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Main programming language Updates on twitter Docker Container available code

This introduction is divided into three sections:

  • the contents sent by email to the user on finishing of a full analysis-run,
  • the use and setup of the analysis modules,
  • the algorithm components behind-the-scenes,

Together, these three aspects make up the functionality of Further details on the underlying theory is available in Front. Genet., 30 June 2020.

Part 1: Downloads descriptions

On each completed analysis-run an email is sent with the user's uniqueID. This uniqueID can be used to browse the modules described in part 2, but in addition two links are provided for direct download:

Gen-format files a file with all the SNPs that are available after the imputation processing. Each line contains one SNP with rs-ID, chromosome, position, and genotype. The genotype is written in a slightly more complex format than the usual A/G, A/C format. It is a more completely descriptive format, which also reflects considerations of statistical uncertainty of genotype calls. This format is called the gen-format. The key to interpretation is that each of the three right-most columns contains probabilistic information regarding your genotype. This means that a value of A C 1 0 0 is almost sure to be A/A, whereas A C 0.7 0.3 0 could be interpreted as both A/A but with some probability of being A/C.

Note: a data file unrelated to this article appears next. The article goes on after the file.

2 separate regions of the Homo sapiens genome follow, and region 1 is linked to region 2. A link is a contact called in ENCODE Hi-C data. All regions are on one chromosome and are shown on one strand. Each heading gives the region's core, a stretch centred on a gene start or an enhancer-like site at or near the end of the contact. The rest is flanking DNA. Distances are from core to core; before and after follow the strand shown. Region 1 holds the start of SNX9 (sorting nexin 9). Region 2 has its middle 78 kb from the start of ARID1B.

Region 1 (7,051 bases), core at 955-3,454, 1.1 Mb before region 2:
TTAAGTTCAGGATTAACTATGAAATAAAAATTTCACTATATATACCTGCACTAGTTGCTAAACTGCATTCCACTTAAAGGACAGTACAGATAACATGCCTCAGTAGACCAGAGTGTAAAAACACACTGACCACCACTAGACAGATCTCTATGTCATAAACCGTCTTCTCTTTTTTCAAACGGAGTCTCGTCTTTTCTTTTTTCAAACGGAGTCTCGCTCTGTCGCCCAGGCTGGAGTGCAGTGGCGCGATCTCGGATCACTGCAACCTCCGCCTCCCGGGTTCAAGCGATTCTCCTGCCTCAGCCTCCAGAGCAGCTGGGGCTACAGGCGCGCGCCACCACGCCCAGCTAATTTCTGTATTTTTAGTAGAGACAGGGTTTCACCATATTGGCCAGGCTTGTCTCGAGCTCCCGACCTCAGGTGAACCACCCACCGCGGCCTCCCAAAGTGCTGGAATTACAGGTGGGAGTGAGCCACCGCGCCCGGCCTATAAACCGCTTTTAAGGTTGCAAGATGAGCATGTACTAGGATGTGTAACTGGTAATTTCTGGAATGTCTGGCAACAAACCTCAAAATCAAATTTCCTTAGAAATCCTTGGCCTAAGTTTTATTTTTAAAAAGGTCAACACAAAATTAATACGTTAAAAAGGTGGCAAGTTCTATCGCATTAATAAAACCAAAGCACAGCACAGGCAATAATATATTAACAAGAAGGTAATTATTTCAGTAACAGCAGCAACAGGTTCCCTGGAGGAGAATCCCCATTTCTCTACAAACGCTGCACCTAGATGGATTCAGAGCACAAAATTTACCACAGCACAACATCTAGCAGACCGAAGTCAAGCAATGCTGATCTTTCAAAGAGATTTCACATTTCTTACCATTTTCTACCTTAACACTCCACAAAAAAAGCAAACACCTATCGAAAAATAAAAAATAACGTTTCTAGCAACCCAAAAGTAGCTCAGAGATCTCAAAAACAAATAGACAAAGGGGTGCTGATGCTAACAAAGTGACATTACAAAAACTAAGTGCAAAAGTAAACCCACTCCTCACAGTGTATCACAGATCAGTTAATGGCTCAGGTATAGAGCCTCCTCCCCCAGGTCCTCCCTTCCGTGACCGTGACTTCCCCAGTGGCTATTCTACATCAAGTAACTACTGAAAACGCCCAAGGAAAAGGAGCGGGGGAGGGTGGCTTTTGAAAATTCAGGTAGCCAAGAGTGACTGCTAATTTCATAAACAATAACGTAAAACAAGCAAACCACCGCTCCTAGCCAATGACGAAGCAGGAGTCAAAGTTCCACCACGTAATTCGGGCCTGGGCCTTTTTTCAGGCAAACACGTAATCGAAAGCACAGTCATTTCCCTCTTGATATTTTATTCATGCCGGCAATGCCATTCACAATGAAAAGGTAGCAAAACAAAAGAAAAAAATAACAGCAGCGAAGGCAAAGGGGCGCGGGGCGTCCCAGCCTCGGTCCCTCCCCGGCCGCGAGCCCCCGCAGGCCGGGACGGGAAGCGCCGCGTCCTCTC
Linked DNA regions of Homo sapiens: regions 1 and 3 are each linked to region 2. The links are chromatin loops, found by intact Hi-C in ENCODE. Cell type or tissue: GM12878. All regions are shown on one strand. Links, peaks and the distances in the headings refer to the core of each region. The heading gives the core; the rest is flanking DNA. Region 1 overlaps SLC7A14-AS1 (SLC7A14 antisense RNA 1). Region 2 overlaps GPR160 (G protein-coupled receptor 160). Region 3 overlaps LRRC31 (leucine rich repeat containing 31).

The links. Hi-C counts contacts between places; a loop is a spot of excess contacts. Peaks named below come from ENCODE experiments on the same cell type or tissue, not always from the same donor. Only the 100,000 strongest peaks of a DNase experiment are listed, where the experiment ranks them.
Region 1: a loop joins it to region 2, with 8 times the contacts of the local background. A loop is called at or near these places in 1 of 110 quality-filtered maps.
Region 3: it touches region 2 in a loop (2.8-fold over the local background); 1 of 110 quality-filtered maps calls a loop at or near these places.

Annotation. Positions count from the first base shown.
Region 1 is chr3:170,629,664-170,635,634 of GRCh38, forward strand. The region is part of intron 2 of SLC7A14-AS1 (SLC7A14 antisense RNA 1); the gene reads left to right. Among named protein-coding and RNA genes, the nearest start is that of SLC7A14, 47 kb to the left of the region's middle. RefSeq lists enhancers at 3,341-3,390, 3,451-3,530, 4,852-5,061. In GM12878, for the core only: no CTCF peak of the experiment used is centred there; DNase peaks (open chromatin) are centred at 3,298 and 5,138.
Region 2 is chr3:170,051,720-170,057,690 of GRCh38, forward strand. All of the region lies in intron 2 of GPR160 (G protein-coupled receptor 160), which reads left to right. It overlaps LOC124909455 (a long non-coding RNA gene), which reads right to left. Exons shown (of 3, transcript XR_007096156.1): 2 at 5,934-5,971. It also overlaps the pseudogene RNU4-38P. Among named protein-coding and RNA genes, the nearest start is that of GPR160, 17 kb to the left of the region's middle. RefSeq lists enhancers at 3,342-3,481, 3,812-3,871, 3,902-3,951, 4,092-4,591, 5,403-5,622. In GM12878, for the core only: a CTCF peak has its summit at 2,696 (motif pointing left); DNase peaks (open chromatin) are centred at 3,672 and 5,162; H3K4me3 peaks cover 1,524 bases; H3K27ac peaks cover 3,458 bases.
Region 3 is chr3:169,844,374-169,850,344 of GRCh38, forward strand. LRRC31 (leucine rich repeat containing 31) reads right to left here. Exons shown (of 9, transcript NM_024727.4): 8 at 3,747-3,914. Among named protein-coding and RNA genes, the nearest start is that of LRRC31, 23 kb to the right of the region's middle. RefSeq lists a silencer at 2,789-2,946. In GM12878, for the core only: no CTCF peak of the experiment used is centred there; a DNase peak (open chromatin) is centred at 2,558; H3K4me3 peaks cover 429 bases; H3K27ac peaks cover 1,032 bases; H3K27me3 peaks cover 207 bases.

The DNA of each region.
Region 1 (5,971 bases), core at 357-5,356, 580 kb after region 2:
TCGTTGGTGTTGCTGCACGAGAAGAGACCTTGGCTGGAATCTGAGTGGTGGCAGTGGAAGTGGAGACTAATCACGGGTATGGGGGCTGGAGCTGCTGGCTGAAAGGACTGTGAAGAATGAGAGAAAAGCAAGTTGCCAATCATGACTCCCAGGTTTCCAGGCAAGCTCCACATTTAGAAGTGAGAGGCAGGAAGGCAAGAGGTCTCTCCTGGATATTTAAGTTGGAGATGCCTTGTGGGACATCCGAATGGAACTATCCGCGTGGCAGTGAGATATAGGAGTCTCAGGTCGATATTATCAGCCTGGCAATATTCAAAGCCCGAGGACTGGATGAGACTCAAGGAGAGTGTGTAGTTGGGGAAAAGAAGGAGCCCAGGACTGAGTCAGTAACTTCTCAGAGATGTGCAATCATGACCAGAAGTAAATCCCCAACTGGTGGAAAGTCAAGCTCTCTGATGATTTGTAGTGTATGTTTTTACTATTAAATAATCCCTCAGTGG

JSON-format files contains calculated phenotypical data. This file contains the output of all the genetic-calculators that a sample is subjected to at The JSON-format is made to be computer-readable, but many good online viewers exists, so you can easily inspect the data yourself. However, since the same information is given in the browsable modules described in next section, the only purpose of providing this format is long-term storage and data-interchange.